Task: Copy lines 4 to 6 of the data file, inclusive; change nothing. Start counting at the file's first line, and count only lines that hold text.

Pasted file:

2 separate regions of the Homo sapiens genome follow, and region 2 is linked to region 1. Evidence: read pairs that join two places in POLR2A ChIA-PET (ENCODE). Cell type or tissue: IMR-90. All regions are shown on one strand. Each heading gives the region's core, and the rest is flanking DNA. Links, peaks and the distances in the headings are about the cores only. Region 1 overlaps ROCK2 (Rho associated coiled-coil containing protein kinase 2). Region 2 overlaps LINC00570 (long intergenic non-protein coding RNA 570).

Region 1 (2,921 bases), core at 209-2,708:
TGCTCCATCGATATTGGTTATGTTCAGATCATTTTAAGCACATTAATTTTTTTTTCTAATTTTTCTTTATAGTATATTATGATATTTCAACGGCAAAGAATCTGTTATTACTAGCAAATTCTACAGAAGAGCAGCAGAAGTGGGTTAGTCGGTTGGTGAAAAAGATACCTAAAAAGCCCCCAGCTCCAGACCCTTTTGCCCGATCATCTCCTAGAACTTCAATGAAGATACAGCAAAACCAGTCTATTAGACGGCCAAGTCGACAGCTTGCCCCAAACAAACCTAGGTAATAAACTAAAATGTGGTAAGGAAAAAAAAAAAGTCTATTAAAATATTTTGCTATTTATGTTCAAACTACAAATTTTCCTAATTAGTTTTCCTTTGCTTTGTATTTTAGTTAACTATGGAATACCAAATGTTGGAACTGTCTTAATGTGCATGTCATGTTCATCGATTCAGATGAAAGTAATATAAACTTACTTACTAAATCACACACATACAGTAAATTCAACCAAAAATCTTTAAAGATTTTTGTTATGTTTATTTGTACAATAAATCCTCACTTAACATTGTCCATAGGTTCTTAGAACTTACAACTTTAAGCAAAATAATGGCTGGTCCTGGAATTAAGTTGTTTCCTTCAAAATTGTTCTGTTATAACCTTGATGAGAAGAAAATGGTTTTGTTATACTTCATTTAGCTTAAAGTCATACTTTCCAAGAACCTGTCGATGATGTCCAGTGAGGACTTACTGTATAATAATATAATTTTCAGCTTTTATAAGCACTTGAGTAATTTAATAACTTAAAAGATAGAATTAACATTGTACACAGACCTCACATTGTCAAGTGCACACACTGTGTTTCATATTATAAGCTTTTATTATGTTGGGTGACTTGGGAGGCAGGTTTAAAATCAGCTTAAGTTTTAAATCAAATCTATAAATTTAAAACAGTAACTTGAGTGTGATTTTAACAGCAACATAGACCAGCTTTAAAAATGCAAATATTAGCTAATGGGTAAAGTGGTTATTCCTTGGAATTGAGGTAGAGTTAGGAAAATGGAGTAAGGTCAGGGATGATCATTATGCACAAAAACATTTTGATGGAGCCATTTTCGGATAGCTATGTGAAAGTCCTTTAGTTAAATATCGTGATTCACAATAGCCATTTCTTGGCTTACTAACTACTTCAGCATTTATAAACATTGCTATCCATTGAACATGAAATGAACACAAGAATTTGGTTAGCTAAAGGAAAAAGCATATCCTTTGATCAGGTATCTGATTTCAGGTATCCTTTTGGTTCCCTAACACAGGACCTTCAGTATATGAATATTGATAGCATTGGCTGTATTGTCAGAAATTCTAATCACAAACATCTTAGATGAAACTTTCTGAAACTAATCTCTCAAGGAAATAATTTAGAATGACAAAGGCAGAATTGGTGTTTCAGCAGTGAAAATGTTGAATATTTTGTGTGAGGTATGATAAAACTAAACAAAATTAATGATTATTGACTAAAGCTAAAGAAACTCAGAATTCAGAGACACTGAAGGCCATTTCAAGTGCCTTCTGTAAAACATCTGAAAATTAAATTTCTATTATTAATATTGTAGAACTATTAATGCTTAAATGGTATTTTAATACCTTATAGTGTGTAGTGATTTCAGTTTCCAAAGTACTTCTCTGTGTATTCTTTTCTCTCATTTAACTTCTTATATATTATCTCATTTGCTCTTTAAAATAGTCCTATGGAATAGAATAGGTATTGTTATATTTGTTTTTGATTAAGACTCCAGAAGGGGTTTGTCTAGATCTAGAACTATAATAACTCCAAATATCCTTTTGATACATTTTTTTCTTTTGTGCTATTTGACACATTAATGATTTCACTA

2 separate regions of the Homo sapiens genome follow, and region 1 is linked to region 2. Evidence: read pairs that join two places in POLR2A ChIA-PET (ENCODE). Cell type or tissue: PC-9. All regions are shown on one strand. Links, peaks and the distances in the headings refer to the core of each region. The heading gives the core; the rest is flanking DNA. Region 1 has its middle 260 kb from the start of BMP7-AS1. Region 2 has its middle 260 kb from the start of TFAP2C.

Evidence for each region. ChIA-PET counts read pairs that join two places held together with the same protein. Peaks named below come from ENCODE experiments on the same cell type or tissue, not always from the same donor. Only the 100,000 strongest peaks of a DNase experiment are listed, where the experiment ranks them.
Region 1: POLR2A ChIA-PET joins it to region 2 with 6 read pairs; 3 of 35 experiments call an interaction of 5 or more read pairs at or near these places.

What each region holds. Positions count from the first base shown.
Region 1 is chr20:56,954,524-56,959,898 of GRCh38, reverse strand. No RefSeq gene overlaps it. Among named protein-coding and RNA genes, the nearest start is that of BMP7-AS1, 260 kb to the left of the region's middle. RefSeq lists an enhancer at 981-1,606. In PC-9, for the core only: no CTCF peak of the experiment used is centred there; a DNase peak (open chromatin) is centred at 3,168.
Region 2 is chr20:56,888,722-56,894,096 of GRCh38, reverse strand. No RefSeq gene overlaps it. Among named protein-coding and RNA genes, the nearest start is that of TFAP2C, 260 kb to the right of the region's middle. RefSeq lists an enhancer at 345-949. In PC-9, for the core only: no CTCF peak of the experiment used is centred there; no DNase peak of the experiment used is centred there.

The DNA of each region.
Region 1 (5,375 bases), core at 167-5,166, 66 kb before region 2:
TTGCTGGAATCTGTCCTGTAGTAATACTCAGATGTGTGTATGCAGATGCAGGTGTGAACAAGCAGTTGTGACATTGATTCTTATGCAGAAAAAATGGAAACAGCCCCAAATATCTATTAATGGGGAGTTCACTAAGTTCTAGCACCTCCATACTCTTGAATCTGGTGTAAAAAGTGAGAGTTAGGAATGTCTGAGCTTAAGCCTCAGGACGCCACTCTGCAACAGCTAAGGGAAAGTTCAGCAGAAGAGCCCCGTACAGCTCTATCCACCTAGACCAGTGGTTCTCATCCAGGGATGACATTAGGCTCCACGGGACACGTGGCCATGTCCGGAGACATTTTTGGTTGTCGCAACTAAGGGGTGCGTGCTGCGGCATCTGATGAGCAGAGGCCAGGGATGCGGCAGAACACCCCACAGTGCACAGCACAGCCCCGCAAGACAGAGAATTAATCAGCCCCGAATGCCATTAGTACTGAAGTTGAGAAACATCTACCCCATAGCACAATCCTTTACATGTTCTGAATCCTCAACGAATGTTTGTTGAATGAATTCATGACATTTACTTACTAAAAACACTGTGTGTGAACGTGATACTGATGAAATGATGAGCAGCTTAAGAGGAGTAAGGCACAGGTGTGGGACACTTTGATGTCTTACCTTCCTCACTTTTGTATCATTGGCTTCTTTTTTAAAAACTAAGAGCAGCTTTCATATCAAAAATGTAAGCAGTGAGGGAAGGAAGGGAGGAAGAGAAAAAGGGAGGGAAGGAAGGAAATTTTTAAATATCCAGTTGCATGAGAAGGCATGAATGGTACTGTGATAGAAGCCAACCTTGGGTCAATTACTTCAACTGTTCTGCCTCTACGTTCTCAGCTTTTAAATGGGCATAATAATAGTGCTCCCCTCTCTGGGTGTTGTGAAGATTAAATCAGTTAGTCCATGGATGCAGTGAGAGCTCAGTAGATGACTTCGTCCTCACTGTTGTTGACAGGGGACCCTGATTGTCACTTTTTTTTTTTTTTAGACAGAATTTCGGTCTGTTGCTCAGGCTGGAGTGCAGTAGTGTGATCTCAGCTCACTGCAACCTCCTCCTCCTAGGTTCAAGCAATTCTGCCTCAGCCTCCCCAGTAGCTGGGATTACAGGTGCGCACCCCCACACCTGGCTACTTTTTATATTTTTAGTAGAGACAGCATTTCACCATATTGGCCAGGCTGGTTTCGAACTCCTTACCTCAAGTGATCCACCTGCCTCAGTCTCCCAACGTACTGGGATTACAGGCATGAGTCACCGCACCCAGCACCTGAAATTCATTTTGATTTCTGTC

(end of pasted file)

2 separate regions of the Homo sapiens genome follow, and region 1 is linked to region 2. Evidence: read pairs that join two places in POLR2A ChIA-PET (ENCODE). Cell type or tissue: PC-9. All regions are shown on one strand. Links, peaks and the distances in the headings refer to the core of each region. The heading gives the core; the rest is flanking DNA. Region 1 has its middle 260 kb from the start of BMP7-AS1. Region 2 has its middle 260 kb from the start of TFAP2C.

Evidence for each region. ChIA-PET counts read pairs that join two places held together with the same protein. Peaks named below come from ENCODE experiments on the same cell type or tissue, not always from the same donor. Only the 100,000 strongest peaks of a DNase experiment are listed, where the experiment ranks them.
Region 1: POLR2A ChIA-PET joins it to region 2 with 6 read pairs; 3 of 35 experiments call an interaction of 5 or more read pairs at or near these places.